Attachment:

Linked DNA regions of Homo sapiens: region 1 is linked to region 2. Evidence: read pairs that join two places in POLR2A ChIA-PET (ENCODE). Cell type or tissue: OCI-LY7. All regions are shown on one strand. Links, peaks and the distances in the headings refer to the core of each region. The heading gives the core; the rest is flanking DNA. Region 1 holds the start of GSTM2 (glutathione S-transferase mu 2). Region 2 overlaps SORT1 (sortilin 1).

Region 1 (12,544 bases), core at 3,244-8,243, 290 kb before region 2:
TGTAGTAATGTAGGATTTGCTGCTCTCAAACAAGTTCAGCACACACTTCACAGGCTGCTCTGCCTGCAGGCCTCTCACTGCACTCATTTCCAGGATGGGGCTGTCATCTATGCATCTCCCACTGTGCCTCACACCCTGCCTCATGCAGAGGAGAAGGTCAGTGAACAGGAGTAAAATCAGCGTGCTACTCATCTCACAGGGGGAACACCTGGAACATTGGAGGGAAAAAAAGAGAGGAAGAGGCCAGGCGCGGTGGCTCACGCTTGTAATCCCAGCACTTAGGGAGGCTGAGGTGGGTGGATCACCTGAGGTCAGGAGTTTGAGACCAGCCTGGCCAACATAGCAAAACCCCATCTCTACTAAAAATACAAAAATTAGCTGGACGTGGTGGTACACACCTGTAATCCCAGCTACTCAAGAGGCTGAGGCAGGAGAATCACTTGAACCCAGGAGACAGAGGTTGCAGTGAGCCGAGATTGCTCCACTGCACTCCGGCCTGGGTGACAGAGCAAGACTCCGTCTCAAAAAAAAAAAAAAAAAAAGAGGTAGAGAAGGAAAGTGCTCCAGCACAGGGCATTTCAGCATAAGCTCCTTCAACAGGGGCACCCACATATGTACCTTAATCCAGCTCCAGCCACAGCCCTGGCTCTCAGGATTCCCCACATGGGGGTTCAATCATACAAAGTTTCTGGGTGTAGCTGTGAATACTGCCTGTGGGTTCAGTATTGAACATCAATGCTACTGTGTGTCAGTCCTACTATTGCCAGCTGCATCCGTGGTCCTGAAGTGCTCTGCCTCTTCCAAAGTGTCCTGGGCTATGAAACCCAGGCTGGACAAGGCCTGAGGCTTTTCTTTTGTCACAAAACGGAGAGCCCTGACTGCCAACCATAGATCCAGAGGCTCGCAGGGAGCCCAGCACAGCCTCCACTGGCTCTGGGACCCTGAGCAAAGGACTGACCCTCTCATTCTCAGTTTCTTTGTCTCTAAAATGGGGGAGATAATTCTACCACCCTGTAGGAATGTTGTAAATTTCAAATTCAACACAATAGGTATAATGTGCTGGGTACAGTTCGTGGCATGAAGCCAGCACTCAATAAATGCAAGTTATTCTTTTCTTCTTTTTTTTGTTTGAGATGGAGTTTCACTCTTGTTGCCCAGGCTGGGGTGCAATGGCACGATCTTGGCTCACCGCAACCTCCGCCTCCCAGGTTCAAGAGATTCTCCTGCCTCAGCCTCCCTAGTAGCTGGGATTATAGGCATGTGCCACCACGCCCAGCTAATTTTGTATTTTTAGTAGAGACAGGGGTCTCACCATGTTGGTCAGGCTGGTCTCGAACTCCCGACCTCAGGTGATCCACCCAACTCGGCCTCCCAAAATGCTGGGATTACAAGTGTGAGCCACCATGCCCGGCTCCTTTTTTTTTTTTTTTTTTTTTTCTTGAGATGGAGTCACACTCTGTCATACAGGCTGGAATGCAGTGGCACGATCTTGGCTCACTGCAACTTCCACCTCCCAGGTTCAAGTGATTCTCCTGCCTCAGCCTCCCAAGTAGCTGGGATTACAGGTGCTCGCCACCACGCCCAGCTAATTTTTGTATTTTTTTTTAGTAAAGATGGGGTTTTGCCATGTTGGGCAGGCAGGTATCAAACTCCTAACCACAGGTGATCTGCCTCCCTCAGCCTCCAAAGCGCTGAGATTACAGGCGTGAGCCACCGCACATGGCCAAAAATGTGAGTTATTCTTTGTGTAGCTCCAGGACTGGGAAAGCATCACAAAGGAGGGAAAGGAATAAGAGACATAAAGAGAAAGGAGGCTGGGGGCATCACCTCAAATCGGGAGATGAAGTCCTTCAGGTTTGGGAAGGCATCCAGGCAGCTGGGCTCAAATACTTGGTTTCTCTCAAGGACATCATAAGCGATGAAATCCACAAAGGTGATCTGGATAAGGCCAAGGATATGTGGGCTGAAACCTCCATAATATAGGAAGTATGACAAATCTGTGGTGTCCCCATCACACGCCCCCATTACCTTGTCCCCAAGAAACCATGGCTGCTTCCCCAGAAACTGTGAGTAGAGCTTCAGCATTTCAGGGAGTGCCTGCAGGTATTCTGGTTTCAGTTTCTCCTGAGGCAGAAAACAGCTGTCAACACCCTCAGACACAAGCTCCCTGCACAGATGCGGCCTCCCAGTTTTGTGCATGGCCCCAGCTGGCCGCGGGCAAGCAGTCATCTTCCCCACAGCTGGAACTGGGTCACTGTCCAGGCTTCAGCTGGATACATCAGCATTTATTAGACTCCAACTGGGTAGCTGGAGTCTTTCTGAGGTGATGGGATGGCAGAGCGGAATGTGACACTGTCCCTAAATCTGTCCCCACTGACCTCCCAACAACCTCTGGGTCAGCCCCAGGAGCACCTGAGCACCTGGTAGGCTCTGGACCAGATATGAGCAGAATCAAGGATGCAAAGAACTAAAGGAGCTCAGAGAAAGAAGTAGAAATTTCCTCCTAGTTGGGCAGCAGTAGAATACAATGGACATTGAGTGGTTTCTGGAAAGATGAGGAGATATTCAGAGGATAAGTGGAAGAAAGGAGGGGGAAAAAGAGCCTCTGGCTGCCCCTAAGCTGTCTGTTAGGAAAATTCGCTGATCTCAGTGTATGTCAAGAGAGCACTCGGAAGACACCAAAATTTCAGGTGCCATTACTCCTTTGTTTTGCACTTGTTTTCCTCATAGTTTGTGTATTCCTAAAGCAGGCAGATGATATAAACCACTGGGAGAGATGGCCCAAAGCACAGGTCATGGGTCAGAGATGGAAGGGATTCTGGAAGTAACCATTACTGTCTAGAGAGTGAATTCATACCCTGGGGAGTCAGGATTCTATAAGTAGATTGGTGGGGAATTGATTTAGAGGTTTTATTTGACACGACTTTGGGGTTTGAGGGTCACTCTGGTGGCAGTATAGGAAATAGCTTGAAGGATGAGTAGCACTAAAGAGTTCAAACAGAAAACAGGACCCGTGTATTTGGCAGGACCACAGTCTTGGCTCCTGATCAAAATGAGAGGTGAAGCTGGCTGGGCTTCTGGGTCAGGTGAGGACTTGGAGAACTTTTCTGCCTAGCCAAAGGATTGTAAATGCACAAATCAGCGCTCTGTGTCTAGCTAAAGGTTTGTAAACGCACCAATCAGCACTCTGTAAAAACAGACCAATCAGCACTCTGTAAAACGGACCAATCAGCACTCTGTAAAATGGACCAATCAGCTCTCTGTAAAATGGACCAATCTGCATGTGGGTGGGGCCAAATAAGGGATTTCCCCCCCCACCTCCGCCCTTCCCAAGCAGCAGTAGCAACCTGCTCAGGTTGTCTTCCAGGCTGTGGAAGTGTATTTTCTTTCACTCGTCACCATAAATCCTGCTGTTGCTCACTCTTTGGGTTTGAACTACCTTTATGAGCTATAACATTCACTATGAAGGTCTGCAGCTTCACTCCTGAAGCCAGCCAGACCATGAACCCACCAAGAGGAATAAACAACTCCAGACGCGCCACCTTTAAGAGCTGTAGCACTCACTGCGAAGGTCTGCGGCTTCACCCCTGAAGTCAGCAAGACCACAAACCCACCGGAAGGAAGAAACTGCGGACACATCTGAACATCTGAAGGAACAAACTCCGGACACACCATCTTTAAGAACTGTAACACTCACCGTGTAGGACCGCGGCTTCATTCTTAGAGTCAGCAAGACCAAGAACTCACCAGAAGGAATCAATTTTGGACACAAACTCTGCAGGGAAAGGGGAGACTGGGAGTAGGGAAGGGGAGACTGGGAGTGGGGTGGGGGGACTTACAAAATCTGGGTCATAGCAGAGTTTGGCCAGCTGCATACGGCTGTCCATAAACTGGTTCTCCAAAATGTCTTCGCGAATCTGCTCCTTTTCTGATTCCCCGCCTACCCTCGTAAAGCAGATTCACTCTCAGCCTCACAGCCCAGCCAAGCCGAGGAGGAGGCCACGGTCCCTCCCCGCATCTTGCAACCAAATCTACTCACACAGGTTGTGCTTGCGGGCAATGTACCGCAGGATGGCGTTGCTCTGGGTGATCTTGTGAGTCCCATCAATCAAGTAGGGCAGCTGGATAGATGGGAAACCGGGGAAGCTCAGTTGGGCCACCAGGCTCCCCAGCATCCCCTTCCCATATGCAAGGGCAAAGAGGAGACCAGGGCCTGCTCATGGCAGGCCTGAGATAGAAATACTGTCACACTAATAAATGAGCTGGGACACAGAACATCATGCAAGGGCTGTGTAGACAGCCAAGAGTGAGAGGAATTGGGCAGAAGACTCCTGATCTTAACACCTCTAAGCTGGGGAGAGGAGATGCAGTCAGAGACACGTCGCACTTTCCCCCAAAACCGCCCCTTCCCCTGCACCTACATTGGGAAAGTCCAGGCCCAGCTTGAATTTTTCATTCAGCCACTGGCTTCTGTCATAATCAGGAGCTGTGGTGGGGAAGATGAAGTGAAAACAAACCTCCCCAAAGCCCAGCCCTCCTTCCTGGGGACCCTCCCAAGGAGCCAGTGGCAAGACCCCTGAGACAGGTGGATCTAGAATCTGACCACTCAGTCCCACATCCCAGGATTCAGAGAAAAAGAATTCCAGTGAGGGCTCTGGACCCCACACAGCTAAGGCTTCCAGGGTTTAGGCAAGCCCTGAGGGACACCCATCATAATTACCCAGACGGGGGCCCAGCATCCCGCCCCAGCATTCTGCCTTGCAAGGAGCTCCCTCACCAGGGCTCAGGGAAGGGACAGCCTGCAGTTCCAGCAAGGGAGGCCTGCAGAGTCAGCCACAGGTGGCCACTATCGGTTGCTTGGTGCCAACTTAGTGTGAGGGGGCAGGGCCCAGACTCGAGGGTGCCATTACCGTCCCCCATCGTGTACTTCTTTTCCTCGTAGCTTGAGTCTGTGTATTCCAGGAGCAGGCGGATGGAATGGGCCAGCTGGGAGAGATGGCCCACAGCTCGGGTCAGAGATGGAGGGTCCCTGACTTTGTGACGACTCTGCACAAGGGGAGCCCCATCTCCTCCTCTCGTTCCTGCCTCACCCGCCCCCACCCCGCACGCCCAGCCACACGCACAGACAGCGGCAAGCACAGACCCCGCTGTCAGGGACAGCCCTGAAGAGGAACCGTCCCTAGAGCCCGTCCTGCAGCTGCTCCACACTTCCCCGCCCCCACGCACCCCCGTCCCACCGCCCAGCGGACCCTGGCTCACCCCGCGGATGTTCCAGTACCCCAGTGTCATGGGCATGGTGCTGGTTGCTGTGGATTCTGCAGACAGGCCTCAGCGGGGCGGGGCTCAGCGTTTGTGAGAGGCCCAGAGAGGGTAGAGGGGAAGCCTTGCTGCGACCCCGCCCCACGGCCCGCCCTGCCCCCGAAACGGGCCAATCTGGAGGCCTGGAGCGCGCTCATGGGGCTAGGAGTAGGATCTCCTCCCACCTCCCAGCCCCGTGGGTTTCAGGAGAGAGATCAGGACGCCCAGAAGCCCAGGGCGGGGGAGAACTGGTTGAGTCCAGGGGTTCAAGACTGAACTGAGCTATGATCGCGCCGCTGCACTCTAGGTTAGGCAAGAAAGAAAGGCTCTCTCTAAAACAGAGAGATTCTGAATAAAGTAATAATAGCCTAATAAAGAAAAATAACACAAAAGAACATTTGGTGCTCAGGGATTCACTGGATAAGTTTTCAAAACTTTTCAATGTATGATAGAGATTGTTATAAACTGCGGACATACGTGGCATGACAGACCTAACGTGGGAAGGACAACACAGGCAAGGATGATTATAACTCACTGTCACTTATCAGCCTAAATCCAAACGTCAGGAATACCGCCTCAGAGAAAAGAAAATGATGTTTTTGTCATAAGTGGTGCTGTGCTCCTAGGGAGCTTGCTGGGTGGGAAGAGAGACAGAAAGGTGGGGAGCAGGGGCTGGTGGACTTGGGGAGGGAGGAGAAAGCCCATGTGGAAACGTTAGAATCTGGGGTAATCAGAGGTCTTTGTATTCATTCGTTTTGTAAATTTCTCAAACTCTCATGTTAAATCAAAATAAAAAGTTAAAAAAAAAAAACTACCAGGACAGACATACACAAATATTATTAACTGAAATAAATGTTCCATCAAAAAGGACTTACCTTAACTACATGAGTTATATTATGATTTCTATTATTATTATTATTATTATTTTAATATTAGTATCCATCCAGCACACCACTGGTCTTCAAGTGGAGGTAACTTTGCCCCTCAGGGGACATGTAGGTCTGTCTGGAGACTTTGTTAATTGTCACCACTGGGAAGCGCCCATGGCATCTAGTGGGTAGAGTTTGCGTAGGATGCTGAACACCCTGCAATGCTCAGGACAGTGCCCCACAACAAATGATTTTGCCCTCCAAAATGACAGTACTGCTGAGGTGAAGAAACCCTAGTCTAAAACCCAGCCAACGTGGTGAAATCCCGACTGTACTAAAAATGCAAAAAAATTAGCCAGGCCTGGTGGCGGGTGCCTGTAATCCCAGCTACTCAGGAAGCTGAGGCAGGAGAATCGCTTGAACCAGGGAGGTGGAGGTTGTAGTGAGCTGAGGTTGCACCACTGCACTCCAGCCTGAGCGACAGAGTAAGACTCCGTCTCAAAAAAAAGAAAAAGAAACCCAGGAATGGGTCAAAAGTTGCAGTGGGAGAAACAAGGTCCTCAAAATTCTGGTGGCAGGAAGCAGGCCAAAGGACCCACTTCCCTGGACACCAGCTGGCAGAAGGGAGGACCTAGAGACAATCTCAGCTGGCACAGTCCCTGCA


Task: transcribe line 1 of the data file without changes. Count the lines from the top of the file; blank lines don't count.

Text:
Linked DNA regions of Homo sapiens: region 1 is linked to region 2. Evidence: read pairs that join two places in POLR2A ChIA-PET (ENCODE). Cell type or tissue: OCI-LY7. All regions are shown on one strand. Links, peaks and the distances in the headings refer to the core of each region. The heading gives the core; the rest is flanking DNA. Region 1 holds the start of GSTM2 (glutathione S-transferase mu 2). Region 2 overlaps SORT1 (sortilin 1).